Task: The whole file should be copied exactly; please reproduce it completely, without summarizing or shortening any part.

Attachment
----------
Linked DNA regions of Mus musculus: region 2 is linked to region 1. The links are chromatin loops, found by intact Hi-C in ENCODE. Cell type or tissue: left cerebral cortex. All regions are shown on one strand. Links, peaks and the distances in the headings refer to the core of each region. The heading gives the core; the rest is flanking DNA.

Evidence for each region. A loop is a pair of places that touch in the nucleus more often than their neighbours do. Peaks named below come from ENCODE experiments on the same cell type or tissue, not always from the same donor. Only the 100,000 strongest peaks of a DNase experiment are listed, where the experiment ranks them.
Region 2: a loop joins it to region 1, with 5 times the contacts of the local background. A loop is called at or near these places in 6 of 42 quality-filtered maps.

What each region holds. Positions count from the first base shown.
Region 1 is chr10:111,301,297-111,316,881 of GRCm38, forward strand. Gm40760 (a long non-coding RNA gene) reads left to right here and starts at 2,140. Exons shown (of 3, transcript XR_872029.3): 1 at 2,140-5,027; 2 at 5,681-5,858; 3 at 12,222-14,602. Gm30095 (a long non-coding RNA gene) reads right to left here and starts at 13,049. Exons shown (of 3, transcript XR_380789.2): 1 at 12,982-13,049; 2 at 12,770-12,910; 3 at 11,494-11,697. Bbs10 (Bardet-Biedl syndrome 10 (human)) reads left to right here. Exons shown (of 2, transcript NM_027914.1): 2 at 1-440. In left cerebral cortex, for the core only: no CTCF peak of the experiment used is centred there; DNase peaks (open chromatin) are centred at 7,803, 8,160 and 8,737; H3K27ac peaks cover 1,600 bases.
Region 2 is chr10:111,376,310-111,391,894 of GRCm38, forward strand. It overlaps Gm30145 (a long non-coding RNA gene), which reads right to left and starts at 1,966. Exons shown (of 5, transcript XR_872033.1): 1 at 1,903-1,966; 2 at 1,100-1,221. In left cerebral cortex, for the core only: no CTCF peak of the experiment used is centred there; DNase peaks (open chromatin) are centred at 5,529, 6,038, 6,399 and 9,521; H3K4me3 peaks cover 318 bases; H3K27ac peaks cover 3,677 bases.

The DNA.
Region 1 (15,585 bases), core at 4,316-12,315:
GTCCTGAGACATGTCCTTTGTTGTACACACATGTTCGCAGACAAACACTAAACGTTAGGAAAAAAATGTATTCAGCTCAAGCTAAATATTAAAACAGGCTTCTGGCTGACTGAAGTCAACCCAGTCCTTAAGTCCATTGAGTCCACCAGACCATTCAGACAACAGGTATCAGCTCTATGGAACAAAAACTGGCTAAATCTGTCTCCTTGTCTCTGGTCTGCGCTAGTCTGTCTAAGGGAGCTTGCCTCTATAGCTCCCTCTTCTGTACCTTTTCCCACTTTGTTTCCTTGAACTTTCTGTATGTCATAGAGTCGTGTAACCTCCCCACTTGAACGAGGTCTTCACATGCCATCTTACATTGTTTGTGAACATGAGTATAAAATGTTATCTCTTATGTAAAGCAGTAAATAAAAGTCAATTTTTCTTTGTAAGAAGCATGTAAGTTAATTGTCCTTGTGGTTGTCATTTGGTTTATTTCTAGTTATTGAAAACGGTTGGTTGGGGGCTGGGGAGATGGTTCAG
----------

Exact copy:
Linked DNA regions of Mus musculus: region 2 is linked to region 1. The links are chromatin loops, found by intact Hi-C in ENCODE. Cell type or tissue: left cerebral cortex. All regions are shown on one strand. Links, peaks and the distances in the headings refer to the core of each region. The heading gives the core; the rest is flanking DNA.

Evidence for each region. A loop is a pair of places that touch in the nucleus more often than their neighbours do. Peaks named below come from ENCODE experiments on the same cell type or tissue, not always from the same donor. Only the 100,000 strongest peaks of a DNase experiment are listed, where the experiment ranks them.
Region 2: a loop joins it to region 1, with 5 times the contacts of the local background. A loop is called at or near these places in 6 of 42 quality-filtered maps.

What each region holds. Positions count from the first base shown.
Region 1 is chr10:111,301,297-111,316,881 of GRCm38, forward strand. Gm40760 (a long non-coding RNA gene) reads left to right here and starts at 2,140. Exons shown (of 3, transcript XR_872029.3): 1 at 2,140-5,027; 2 at 5,681-5,858; 3 at 12,222-14,602. Gm30095 (a long non-coding RNA gene) reads right to left here and starts at 13,049. Exons shown (of 3, transcript XR_380789.2): 1 at 12,982-13,049; 2 at 12,770-12,910; 3 at 11,494-11,697. Bbs10 (Bardet-Biedl syndrome 10 (human)) reads left to right here. Exons shown (of 2, transcript NM_027914.1): 2 at 1-440. In left cerebral cortex, for the core only: no CTCF peak of the experiment used is centred there; DNase peaks (open chromatin) are centred at 7,803, 8,160 and 8,737; H3K27ac peaks cover 1,600 bases.
Region 2 is chr10:111,376,310-111,391,894 of GRCm38, forward strand. It overlaps Gm30145 (a long non-coding RNA gene), which reads right to left and starts at 1,966. Exons shown (of 5, transcript XR_872033.1): 1 at 1,903-1,966; 2 at 1,100-1,221. In left cerebral cortex, for the core only: no CTCF peak of the experiment used is centred there; DNase peaks (open chromatin) are centred at 5,529, 6,038, 6,399 and 9,521; H3K4me3 peaks cover 318 bases; H3K27ac peaks cover 3,677 bases.

The DNA.
Region 1 (15,585 bases), core at 4,316-12,315:
GTCCTGAGACATGTCCTTTGTTGTACACACATGTTCGCAGACAAACACTAAACGTTAGGAAAAAAATGTATTCAGCTCAAGCTAAATATTAAAACAGGCTTCTGGCTGACTGAAGTCAACCCAGTCCTTAAGTCCATTGAGTCCACCAGACCATTCAGACAACAGGTATCAGCTCTATGGAACAAAAACTGGCTAAATCTGTCTCCTTGTCTCTGGTCTGCGCTAGTCTGTCTAAGGGAGCTTGCCTCTATAGCTCCCTCTTCTGTACCTTTTCCCACTTTGTTTCCTTGAACTTTCTGTATGTCATAGAGTCGTGTAACCTCCCCACTTGAACGAGGTCTTCACATGCCATCTTACATTGTTTGTGAACATGAGTATAAAATGTTATCTCTTATGTAAAGCAGTAAATAAAAGTCAATTTTTCTTTGTAAGAAGCATGTAAGTTAATTGTCCTTGTGGTTGTCATTTGGTTTATTTCTAGTTATTGAAAACGGTTGGTTGGGGGCTGGGGAGATGGTTCAG